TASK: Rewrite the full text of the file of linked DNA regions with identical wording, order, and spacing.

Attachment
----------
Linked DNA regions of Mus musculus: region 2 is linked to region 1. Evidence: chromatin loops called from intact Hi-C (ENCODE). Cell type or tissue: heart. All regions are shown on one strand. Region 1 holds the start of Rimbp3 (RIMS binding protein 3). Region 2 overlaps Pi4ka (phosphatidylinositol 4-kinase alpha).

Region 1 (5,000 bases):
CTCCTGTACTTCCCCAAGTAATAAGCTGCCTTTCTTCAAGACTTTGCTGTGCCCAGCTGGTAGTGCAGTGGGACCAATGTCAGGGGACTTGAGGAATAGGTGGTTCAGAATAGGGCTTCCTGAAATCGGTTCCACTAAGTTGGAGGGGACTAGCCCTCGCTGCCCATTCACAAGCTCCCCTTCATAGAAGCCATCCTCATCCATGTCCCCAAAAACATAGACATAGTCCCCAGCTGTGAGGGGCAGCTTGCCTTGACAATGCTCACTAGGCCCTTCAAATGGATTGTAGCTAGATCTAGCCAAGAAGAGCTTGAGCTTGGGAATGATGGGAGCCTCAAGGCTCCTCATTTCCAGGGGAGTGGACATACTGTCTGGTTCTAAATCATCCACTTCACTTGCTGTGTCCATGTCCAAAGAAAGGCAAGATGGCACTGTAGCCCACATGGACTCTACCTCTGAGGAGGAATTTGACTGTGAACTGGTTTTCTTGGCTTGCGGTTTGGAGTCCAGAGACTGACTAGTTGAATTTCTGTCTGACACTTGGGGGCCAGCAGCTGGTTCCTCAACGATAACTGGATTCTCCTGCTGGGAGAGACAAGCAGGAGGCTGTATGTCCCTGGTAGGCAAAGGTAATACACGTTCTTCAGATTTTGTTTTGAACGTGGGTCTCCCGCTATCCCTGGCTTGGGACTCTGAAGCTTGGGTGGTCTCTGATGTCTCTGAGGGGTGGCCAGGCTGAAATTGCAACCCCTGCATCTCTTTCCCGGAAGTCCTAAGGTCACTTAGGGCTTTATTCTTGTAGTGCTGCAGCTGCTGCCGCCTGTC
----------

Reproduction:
Linked DNA regions of Mus musculus: region 2 is linked to region 1. Evidence: chromatin loops called from intact Hi-C (ENCODE). Cell type or tissue: heart. All regions are shown on one strand. Region 1 holds the start of Rimbp3 (RIMS binding protein 3). Region 2 overlaps Pi4ka (phosphatidylinositol 4-kinase alpha).

Region 1 (5,000 bases):
CTCCTGTACTTCCCCAAGTAATAAGCTGCCTTTCTTCAAGACTTTGCTGTGCCCAGCTGGTAGTGCAGTGGGACCAATGTCAGGGGACTTGAGGAATAGGTGGTTCAGAATAGGGCTTCCTGAAATCGGTTCCACTAAGTTGGAGGGGACTAGCCCTCGCTGCCCATTCACAAGCTCCCCTTCATAGAAGCCATCCTCATCCATGTCCCCAAAAACATAGACATAGTCCCCAGCTGTGAGGGGCAGCTTGCCTTGACAATGCTCACTAGGCCCTTCAAATGGATTGTAGCTAGATCTAGCCAAGAAGAGCTTGAGCTTGGGAATGATGGGAGCCTCAAGGCTCCTCATTTCCAGGGGAGTGGACATACTGTCTGGTTCTAAATCATCCACTTCACTTGCTGTGTCCATGTCCAAAGAAAGGCAAGATGGCACTGTAGCCCACATGGACTCTACCTCTGAGGAGGAATTTGACTGTGAACTGGTTTTCTTGGCTTGCGGTTTGGAGTCCAGAGACTGACTAGTTGAATTTCTGTCTGACACTTGGGGGCCAGCAGCTGGTTCCTCAACGATAACTGGATTCTCCTGCTGGGAGAGACAAGCAGGAGGCTGTATGTCCCTGGTAGGCAAAGGTAATACACGTTCTTCAGATTTTGTTTTGAACGTGGGTCTCCCGCTATCCCTGGCTTGGGACTCTGAAGCTTGGGTGGTCTCTGATGTCTCTGAGGGGTGGCCAGGCTGAAATTGCAACCCCTGCATCTCTTTCCCGGAAGTCCTAAGGTCACTTAGGGCTTTATTCTTGTAGTGCTGCAGCTGCTGCCGCCTGTC